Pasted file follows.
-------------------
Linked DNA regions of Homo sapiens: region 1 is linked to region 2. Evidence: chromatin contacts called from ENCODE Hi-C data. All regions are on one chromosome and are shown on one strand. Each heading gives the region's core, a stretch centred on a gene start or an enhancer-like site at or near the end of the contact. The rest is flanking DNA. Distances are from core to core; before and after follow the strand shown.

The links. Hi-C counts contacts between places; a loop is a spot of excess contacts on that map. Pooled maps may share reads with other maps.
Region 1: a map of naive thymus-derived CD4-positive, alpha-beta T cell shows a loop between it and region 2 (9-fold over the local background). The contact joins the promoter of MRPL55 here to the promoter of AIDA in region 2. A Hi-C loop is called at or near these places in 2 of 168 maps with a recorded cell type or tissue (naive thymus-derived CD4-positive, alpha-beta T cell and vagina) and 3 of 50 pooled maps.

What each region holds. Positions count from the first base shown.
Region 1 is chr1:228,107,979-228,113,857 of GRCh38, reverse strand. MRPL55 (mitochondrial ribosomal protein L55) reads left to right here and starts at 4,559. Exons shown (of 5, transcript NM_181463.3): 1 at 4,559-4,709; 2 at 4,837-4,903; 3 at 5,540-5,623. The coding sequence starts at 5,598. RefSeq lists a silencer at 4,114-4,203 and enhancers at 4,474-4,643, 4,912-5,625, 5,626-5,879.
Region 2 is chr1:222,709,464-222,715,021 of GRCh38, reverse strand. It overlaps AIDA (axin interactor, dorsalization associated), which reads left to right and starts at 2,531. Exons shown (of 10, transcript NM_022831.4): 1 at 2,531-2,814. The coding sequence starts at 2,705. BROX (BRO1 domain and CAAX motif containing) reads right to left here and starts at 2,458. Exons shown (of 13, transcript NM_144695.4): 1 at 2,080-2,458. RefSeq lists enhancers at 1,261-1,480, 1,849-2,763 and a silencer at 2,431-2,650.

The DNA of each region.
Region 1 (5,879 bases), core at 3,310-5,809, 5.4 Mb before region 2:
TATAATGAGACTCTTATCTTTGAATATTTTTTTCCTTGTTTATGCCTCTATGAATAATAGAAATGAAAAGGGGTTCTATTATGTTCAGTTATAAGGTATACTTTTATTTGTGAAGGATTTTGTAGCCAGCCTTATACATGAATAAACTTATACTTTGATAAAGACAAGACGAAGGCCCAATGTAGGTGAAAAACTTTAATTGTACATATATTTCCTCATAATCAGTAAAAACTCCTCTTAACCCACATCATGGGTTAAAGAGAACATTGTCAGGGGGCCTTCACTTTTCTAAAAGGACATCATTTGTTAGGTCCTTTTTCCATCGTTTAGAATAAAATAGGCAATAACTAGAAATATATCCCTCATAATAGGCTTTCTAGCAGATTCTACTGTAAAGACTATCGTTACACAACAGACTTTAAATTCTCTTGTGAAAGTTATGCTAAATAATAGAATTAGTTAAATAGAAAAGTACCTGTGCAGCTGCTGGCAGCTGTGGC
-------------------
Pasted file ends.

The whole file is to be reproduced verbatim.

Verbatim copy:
Linked DNA regions of Homo sapiens: region 1 is linked to region 2. Evidence: chromatin contacts called from ENCODE Hi-C data. All regions are on one chromosome and are shown on one strand. Each heading gives the region's core, a stretch centred on a gene start or an enhancer-like site at or near the end of the contact. The rest is flanking DNA. Distances are from core to core; before and after follow the strand shown.

The links. Hi-C counts contacts between places; a loop is a spot of excess contacts on that map. Pooled maps may share reads with other maps.
Region 1: a map of naive thymus-derived CD4-positive, alpha-beta T cell shows a loop between it and region 2 (9-fold over the local background). The contact joins the promoter of MRPL55 here to the promoter of AIDA in region 2. A Hi-C loop is called at or near these places in 2 of 168 maps with a recorded cell type or tissue (naive thymus-derived CD4-positive, alpha-beta T cell and vagina) and 3 of 50 pooled maps.

What each region holds. Positions count from the first base shown.
Region 1 is chr1:228,107,979-228,113,857 of GRCh38, reverse strand. MRPL55 (mitochondrial ribosomal protein L55) reads left to right here and starts at 4,559. Exons shown (of 5, transcript NM_181463.3): 1 at 4,559-4,709; 2 at 4,837-4,903; 3 at 5,540-5,623. The coding sequence starts at 5,598. RefSeq lists a silencer at 4,114-4,203 and enhancers at 4,474-4,643, 4,912-5,625, 5,626-5,879.
Region 2 is chr1:222,709,464-222,715,021 of GRCh38, reverse strand. It overlaps AIDA (axin interactor, dorsalization associated), which reads left to right and starts at 2,531. Exons shown (of 10, transcript NM_022831.4): 1 at 2,531-2,814. The coding sequence starts at 2,705. BROX (BRO1 domain and CAAX motif containing) reads right to left here and starts at 2,458. Exons shown (of 13, transcript NM_144695.4): 1 at 2,080-2,458. RefSeq lists enhancers at 1,261-1,480, 1,849-2,763 and a silencer at 2,431-2,650.

The DNA of each region.
Region 1 (5,879 bases), core at 3,310-5,809, 5.4 Mb before region 2:
TATAATGAGACTCTTATCTTTGAATATTTTTTTCCTTGTTTATGCCTCTATGAATAATAGAAATGAAAAGGGGTTCTATTATGTTCAGTTATAAGGTATACTTTTATTTGTGAAGGATTTTGTAGCCAGCCTTATACATGAATAAACTTATACTTTGATAAAGACAAGACGAAGGCCCAATGTAGGTGAAAAACTTTAATTGTACATATATTTCCTCATAATCAGTAAAAACTCCTCTTAACCCACATCATGGGTTAAAGAGAACATTGTCAGGGGGCCTTCACTTTTCTAAAAGGACATCATTTGTTAGGTCCTTTTTCCATCGTTTAGAATAAAATAGGCAATAACTAGAAATATATCCCTCATAATAGGCTTTCTAGCAGATTCTACTGTAAAGACTATCGTTACACAACAGACTTTAAATTCTCTTGTGAAAGTTATGCTAAATAATAGAATTAGTTAAATAGAAAAGTACCTGTGCAGCTGCTGGCAGCTGTGGC